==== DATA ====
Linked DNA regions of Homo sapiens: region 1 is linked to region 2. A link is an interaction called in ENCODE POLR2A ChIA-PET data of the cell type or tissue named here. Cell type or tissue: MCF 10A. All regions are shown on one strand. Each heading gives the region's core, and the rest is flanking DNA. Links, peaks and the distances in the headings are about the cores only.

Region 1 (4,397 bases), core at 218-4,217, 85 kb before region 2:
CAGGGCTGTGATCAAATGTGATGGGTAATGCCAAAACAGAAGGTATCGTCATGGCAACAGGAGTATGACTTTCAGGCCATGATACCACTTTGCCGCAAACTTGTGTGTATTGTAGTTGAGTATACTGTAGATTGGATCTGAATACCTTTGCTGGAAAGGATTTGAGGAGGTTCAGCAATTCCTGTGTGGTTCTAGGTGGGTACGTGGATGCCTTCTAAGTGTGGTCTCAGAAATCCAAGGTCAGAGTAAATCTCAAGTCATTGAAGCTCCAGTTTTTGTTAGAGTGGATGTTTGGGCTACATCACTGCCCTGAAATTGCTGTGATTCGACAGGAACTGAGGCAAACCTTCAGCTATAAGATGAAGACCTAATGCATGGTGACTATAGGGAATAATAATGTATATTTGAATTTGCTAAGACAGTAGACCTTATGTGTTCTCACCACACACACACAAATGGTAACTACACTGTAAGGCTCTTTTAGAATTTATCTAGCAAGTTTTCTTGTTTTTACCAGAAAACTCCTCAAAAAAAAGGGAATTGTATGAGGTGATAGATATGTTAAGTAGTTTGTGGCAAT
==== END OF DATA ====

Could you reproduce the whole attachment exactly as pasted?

Linked DNA regions of Homo sapiens: region 1 is linked to region 2. A link is an interaction called in ENCODE POLR2A ChIA-PET data of the cell type or tissue named here. Cell type or tissue: MCF 10A. All regions are shown on one strand. Each heading gives the region's core, and the rest is flanking DNA. Links, peaks and the distances in the headings are about the cores only.

Region 1 (4,397 bases), core at 218-4,217, 85 kb before region 2:
CAGGGCTGTGATCAAATGTGATGGGTAATGCCAAAACAGAAGGTATCGTCATGGCAACAGGAGTATGACTTTCAGGCCATGATACCACTTTGCCGCAAACTTGTGTGTATTGTAGTTGAGTATACTGTAGATTGGATCTGAATACCTTTGCTGGAAAGGATTTGAGGAGGTTCAGCAATTCCTGTGTGGTTCTAGGTGGGTACGTGGATGCCTTCTAAGTGTGGTCTCAGAAATCCAAGGTCAGAGTAAATCTCAAGTCATTGAAGCTCCAGTTTTTGTTAGAGTGGATGTTTGGGCTACATCACTGCCCTGAAATTGCTGTGATTCGACAGGAACTGAGGCAAACCTTCAGCTATAAGATGAAGACCTAATGCATGGTGACTATAGGGAATAATAATGTATATTTGAATTTGCTAAGACAGTAGACCTTATGTGTTCTCACCACACACACACAAATGGTAACTACACTGTAAGGCTCTTTTAGAATTTATCTAGCAAGTTTTCTTGTTTTTACCAGAAAACTCCTCAAAAAAAAGGGAATTGTATGAGGTGATAGATATGTTAAGTAGTTTGTGGCAAT